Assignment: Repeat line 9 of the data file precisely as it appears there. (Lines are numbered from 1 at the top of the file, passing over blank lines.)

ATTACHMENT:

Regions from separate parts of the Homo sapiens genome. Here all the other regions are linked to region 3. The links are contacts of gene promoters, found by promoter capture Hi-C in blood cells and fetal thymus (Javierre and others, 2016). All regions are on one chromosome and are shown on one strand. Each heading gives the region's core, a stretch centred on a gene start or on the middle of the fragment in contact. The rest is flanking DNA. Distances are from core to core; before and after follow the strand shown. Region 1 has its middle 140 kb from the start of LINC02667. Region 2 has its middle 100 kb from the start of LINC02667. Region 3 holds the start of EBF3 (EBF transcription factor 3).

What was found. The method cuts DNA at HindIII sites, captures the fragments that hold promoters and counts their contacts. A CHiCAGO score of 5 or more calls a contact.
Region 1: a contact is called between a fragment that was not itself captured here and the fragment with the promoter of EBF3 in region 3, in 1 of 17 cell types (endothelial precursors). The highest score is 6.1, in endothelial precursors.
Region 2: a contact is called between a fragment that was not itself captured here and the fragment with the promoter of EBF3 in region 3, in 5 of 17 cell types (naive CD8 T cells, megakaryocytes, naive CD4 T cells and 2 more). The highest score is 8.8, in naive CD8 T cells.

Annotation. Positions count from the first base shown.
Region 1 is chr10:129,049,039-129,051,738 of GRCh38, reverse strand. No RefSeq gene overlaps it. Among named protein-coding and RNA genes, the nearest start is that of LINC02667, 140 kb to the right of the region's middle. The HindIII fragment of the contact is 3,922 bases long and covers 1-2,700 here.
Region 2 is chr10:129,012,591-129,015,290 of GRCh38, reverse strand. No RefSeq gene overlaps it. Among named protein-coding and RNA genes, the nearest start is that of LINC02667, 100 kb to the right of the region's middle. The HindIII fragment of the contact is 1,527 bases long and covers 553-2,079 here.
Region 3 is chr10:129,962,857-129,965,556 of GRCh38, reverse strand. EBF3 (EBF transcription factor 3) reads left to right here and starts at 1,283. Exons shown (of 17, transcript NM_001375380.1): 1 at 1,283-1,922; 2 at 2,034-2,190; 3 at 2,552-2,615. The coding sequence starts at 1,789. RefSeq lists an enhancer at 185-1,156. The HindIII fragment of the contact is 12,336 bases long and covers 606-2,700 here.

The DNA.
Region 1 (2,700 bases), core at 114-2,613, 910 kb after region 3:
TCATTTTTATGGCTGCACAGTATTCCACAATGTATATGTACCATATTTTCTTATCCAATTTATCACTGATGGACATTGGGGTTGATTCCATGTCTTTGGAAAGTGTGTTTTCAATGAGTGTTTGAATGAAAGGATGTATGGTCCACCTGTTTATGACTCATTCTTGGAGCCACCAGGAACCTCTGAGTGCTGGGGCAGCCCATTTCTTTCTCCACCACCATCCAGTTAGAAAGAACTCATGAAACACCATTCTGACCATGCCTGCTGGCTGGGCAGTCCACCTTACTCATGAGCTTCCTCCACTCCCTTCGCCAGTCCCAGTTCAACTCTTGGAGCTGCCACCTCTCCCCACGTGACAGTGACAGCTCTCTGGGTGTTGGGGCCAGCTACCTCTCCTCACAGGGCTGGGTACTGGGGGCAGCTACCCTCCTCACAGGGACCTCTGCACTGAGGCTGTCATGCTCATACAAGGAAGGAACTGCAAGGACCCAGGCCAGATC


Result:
The DNA.